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IMZ: 10 Years of Citizens Assemblies
Interview with IMZ (Iniciativa mestni zbor) in Slovenia about the citizens assemblies movement, vision, & strategy
Citizen assemblies are valued and promoted by a wide spectrum of advocates for increasing grassroots participation, democratization, diversity, solidarity, inclusion, sustainability, public health, community resources, transparency and many other benefits to society. They are a favorite social prescription from prominent activists, academics, and organizers, yet are rarely actualized and sustained.
I spoke with representatives from The Initiative for Citywide Assembly (Iniciativa mestni zbor – IMZ) about the non-partisan, self-organized municipal assemblies in Maribor, Slovenia that have now been active for 10 years. IMZ shares their rich experiences, offering insights into organizing and facilitation, organizational structure and culture, community, diversity, intersectional activism, vision for the future, and more…
Would you introduce us to the citizen assembly movement in Slovenia? How and when did it begin? What was the context in which the project was conceived and launched?
The Initiative for Citywide Assembly (Iniciativa mestni zbor – IMZ) are a group of citizens whose aim it is to promote non-partisan political self-organization at the city district level in the Municipality of Maribor, Slovenia.
The initiative was formed in turbulent times at the end of 2012, when people, deeply unsatisfied with local as well as state governance, took to the streets. Civil unrest, which erupted here in Maribor and spread over Slovenia, resulted in two resignations. The first one to step down was the mayor of Maribor, Franc Kangler, followed by the Prime Minister of Slovenia, Janez Janša.
We were convinced that the civil revolt and various actions of civil disobedience must be followed by new, creative and far-reaching steps towards a kind of development that would empower us to effect change in our streets, districts, local communities, cities, the country and, finally, the world. The People should play the primary role in shaping and influencing development policies in our cities and nationwide, rather than leaving them in the hands of city councilors and parliamentarians. Since politicians obviously understand their role in society quite differently, it falls to us to put them in their place and present to them our positions and demands, and in doing so take over the responsibility for the functioning of our communities, the municipality and the entire country.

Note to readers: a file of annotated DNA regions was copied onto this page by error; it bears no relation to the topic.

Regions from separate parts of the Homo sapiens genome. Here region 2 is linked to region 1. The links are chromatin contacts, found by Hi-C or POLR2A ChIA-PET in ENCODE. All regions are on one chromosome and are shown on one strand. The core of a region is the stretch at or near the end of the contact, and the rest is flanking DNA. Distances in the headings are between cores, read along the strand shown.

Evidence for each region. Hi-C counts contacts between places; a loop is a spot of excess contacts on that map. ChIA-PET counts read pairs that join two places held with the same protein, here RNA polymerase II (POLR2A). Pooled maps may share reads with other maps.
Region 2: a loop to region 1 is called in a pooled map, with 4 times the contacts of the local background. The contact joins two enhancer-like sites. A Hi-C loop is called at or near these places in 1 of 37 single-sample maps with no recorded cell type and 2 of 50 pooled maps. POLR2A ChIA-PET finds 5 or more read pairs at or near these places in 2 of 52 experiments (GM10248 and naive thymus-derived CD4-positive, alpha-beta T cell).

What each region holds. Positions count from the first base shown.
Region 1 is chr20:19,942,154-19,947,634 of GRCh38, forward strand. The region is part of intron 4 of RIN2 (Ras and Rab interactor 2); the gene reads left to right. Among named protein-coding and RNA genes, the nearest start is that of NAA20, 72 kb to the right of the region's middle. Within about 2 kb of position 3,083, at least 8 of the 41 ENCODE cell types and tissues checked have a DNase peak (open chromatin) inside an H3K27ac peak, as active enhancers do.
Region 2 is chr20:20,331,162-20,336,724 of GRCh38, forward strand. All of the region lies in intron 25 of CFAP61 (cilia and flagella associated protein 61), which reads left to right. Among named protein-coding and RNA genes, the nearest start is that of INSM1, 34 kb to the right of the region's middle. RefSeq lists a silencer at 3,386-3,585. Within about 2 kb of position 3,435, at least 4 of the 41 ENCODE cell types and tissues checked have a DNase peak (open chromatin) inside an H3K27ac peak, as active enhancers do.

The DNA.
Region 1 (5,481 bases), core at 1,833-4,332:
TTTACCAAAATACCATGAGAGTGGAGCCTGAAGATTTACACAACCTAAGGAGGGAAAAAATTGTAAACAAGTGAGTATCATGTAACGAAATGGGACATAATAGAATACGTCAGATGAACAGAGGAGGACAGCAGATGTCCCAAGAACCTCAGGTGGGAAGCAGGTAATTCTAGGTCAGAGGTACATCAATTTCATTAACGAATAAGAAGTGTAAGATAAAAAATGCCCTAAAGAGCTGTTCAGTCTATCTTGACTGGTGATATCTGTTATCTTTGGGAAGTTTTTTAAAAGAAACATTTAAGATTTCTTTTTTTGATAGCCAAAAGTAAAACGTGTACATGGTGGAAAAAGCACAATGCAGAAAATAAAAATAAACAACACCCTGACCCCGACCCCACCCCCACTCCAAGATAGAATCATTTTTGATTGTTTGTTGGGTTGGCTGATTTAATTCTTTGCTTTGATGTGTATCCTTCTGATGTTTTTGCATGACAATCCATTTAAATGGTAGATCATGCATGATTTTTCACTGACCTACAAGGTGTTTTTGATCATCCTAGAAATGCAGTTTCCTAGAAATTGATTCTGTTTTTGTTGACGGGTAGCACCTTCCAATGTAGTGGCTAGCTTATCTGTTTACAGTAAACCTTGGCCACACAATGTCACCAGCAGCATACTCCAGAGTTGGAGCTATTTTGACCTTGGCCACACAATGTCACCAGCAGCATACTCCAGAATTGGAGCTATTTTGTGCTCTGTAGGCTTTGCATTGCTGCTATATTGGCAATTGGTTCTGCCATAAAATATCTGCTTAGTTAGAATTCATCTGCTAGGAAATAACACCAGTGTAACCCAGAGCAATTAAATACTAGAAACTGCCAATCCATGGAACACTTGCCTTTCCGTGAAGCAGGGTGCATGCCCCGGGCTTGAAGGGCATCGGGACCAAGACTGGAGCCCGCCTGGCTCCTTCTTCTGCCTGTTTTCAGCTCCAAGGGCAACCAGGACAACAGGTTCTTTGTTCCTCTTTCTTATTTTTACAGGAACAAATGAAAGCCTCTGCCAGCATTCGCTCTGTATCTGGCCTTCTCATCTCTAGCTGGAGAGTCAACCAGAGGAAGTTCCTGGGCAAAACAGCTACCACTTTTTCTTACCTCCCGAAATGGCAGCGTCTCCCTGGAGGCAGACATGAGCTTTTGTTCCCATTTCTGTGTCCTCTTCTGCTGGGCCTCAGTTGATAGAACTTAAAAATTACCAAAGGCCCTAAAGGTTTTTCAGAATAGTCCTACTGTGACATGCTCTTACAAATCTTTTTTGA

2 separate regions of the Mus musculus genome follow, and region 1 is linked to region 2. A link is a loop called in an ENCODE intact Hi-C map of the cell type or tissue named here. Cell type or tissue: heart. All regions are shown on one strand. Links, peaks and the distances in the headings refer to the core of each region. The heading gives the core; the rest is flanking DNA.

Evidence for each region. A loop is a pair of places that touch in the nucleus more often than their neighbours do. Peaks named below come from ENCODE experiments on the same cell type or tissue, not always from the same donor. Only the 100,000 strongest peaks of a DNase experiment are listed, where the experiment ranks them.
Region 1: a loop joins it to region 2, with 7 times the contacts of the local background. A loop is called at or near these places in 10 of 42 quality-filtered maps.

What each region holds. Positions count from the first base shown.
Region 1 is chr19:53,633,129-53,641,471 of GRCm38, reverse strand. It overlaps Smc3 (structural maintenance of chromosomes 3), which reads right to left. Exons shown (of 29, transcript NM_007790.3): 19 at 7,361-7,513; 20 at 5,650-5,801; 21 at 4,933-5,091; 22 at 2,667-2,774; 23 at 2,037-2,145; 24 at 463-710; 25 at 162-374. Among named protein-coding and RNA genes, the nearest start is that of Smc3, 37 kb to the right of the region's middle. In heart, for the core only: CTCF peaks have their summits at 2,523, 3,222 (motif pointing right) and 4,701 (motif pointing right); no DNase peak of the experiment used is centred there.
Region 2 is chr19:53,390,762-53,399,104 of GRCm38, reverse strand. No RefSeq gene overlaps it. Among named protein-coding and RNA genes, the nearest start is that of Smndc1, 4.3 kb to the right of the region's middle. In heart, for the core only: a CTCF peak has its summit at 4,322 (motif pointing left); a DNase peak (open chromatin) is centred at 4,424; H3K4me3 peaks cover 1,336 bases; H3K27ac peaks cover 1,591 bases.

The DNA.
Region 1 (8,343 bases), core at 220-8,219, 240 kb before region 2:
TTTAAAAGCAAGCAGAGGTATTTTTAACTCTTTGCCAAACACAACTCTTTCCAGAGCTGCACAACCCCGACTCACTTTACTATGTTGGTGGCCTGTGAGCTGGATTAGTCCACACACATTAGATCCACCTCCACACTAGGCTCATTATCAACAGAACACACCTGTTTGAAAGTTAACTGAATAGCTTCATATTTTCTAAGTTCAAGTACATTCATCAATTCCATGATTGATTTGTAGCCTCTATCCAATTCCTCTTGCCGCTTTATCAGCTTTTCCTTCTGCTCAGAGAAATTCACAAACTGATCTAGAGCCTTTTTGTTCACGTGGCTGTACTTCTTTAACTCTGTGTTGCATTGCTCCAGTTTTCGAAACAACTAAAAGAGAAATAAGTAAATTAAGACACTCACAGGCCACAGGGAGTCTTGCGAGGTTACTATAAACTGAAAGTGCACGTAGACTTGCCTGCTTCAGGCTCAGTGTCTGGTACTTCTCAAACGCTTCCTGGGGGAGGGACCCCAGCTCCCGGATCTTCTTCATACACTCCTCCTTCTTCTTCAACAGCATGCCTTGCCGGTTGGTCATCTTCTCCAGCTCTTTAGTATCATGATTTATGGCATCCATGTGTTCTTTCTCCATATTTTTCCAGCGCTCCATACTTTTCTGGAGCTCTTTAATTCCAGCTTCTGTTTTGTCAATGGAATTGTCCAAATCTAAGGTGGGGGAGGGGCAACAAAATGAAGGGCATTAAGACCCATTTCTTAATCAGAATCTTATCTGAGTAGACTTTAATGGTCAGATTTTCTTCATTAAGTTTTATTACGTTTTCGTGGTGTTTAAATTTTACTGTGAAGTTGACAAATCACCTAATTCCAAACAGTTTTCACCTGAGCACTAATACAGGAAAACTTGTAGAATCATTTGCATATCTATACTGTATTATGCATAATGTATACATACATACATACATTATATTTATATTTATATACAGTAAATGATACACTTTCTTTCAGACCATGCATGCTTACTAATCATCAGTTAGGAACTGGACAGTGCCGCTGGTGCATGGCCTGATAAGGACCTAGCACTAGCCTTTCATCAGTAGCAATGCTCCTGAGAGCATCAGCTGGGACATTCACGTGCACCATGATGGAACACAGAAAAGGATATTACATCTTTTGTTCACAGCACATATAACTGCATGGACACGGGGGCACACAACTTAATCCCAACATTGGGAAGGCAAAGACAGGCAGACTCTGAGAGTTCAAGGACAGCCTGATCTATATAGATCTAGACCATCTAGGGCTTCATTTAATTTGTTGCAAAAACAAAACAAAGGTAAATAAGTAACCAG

Describe the structure and values of IMZ and of the citizen assemblies themselves… Does IMZ draw on certain theory or organizing traditions? Are you rooted in any political or social vision?
Our aim is to regain the co-determination and co-management that was taken away from us at the local, municipal, and national levels. This is achieved by exerting pressure on the ruling structures in various ways – but most effectively through direct democracy.
We believe that the solution lies in self-organizing, debate, sharing information and education, which enables us to critically, directly and creatively respond to the degeneration of our political and social system.
The initiative (IMZ) and citizen assemblies are both structured the same way. They are both horizontally organized, without directly appointed leadership. Participation in both the initiative and/or citizen assemblies is voluntary. Neither IMZ nor local assemblies are a formal organization of any kind.
Members of IMZ must not be holding any leading positions in any political party. Political preferences and ideologies of people attending assemblies are never a point of discussion, since they hold no bearing in the process of building evolved, more equal, solidarity-based community. It is often what sets this process back. The same goes for positions and functions people hold in their professional life – they should be left at work and not be abused to overpower a discussion at assemblies. The power of the argument should always prevail, not the argument of power.
Problems are widely debated to ensure an array of views, opinions and information. Decisions are then formed through consensus rather than voting. We believe it is worth investing more time to reach a decision which is acceptable for all (levels of acceptance may vary, but it’s still acceptance) than take a shortcut and let a majority win over a minority by voting.